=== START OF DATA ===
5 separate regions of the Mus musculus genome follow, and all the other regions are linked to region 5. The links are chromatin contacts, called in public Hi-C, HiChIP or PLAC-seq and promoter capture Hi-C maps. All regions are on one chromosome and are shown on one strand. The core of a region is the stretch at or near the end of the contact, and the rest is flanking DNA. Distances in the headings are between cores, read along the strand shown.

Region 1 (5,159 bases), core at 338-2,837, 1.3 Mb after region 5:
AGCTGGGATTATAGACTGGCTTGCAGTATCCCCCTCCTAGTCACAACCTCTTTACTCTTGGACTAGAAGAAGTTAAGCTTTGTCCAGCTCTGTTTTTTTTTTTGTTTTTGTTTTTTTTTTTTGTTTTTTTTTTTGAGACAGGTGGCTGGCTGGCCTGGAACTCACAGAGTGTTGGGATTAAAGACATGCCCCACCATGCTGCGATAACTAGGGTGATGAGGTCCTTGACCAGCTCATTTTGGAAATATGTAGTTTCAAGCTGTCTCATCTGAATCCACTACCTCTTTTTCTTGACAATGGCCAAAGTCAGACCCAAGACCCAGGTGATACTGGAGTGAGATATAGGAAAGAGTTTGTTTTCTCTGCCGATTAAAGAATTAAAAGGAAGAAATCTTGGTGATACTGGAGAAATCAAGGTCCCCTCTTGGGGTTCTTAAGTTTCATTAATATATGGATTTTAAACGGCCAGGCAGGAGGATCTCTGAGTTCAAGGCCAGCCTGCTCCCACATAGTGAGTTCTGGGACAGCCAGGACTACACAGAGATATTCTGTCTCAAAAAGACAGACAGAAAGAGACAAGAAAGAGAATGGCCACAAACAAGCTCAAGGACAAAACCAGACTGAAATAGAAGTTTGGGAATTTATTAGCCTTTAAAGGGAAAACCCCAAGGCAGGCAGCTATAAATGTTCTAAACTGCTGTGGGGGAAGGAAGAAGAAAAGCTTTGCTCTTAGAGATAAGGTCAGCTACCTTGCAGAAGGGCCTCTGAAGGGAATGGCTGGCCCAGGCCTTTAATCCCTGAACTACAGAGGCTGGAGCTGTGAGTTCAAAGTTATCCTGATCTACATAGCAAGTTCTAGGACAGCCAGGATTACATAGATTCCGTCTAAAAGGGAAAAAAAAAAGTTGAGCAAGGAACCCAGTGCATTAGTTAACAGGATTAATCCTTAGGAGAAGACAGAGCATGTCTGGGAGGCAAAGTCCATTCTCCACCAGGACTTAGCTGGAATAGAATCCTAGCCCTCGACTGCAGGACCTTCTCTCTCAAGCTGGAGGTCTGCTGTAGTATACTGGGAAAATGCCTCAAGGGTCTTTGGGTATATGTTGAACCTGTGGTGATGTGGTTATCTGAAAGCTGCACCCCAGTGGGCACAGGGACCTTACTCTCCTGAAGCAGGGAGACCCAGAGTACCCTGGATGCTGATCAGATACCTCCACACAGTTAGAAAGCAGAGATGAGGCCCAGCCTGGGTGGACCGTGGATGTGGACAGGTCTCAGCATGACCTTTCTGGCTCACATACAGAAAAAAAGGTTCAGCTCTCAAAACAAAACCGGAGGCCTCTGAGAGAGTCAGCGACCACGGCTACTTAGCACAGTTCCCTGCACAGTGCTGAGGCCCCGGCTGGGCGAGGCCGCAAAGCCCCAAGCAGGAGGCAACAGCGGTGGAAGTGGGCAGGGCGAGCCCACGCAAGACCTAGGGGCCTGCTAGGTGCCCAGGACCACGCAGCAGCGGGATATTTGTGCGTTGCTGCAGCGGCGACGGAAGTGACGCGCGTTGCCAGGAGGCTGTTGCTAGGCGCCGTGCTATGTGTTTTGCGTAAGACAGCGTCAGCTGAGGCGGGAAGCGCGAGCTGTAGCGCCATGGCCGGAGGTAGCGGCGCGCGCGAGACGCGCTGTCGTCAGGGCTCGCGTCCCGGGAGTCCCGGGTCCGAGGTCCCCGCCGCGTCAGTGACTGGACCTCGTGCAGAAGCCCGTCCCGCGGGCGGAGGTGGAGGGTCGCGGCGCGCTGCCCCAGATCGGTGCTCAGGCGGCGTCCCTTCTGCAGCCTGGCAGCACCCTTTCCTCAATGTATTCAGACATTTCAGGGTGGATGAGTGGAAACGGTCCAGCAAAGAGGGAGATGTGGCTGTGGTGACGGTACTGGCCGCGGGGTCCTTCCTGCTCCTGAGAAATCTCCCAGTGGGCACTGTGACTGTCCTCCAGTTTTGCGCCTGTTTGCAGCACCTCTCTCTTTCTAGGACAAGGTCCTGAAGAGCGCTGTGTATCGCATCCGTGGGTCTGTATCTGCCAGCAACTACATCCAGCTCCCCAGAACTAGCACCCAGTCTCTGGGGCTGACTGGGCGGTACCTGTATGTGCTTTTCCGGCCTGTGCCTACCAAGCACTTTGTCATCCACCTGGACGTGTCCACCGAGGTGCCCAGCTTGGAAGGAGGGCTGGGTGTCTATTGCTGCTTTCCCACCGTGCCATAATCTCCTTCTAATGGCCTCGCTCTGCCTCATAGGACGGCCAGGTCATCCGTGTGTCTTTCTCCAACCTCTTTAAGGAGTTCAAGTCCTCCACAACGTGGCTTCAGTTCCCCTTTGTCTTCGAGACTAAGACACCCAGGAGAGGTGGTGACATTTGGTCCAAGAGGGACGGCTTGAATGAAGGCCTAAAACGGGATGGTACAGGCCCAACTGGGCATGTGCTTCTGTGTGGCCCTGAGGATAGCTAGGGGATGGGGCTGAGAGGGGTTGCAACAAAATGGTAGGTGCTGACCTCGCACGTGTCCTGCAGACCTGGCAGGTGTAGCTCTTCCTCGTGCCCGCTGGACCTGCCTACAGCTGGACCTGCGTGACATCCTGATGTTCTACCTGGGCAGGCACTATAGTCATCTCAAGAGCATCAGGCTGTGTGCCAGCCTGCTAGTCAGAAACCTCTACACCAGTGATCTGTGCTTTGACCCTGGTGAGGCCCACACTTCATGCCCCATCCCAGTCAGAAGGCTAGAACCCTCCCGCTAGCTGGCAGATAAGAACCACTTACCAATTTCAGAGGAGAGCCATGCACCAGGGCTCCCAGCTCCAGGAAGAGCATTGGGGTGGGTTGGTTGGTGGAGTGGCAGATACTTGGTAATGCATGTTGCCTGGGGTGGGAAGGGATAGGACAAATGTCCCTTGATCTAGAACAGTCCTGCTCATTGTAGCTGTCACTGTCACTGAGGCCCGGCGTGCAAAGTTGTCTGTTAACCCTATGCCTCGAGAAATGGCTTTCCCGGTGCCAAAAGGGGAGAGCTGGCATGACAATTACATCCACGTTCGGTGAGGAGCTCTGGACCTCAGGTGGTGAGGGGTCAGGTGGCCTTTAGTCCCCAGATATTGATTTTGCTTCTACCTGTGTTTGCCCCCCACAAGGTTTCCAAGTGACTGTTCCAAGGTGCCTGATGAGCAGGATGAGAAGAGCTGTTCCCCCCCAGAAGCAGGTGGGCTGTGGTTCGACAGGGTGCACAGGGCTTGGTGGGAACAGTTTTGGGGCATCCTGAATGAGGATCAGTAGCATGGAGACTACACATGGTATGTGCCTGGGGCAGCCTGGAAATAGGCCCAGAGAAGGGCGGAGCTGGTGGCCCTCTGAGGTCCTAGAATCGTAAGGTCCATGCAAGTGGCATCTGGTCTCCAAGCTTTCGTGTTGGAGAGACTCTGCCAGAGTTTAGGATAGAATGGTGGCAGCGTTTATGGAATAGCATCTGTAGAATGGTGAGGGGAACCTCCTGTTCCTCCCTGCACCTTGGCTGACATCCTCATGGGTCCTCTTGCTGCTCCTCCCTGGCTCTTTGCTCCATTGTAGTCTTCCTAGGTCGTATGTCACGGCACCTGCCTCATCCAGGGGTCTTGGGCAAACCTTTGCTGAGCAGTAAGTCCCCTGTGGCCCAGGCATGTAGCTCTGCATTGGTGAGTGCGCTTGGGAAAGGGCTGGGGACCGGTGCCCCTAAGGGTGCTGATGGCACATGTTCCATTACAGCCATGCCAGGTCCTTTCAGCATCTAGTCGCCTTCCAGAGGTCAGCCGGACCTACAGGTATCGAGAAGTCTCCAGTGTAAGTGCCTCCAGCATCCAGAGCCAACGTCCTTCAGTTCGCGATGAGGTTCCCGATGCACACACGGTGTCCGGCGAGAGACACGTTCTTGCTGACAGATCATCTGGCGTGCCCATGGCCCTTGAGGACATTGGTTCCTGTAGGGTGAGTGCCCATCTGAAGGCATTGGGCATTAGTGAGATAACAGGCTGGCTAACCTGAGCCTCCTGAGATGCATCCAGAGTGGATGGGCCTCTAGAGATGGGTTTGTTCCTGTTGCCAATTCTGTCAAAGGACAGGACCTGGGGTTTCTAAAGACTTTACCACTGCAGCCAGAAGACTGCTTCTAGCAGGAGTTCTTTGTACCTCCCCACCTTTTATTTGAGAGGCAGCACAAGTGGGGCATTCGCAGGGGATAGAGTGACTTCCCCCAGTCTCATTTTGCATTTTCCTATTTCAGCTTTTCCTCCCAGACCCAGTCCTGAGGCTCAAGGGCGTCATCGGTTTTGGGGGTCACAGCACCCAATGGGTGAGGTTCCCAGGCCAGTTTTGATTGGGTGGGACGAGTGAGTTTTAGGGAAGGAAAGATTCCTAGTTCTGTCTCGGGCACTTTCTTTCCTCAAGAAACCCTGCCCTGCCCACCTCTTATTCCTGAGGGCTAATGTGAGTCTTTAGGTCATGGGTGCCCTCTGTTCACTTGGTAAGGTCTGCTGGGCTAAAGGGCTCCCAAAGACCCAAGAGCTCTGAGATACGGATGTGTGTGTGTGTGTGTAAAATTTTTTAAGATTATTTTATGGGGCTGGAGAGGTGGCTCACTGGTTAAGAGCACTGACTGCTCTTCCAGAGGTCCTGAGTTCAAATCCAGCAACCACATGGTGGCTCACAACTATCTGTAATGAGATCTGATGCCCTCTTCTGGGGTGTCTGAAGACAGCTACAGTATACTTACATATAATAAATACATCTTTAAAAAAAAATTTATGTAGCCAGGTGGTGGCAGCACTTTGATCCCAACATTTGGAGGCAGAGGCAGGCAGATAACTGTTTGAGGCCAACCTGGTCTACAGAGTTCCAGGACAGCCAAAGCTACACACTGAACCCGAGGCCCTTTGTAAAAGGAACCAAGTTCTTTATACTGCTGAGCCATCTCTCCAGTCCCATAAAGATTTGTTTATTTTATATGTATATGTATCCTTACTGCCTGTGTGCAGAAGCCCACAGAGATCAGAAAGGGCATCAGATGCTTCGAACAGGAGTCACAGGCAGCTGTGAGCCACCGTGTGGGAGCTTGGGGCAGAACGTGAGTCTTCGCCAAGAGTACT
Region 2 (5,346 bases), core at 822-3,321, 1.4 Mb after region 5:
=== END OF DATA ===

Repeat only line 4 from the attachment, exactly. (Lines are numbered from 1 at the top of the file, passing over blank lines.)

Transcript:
Region 2 (5,346 bases), core at 822-3,321, 1.4 Mb after region 5: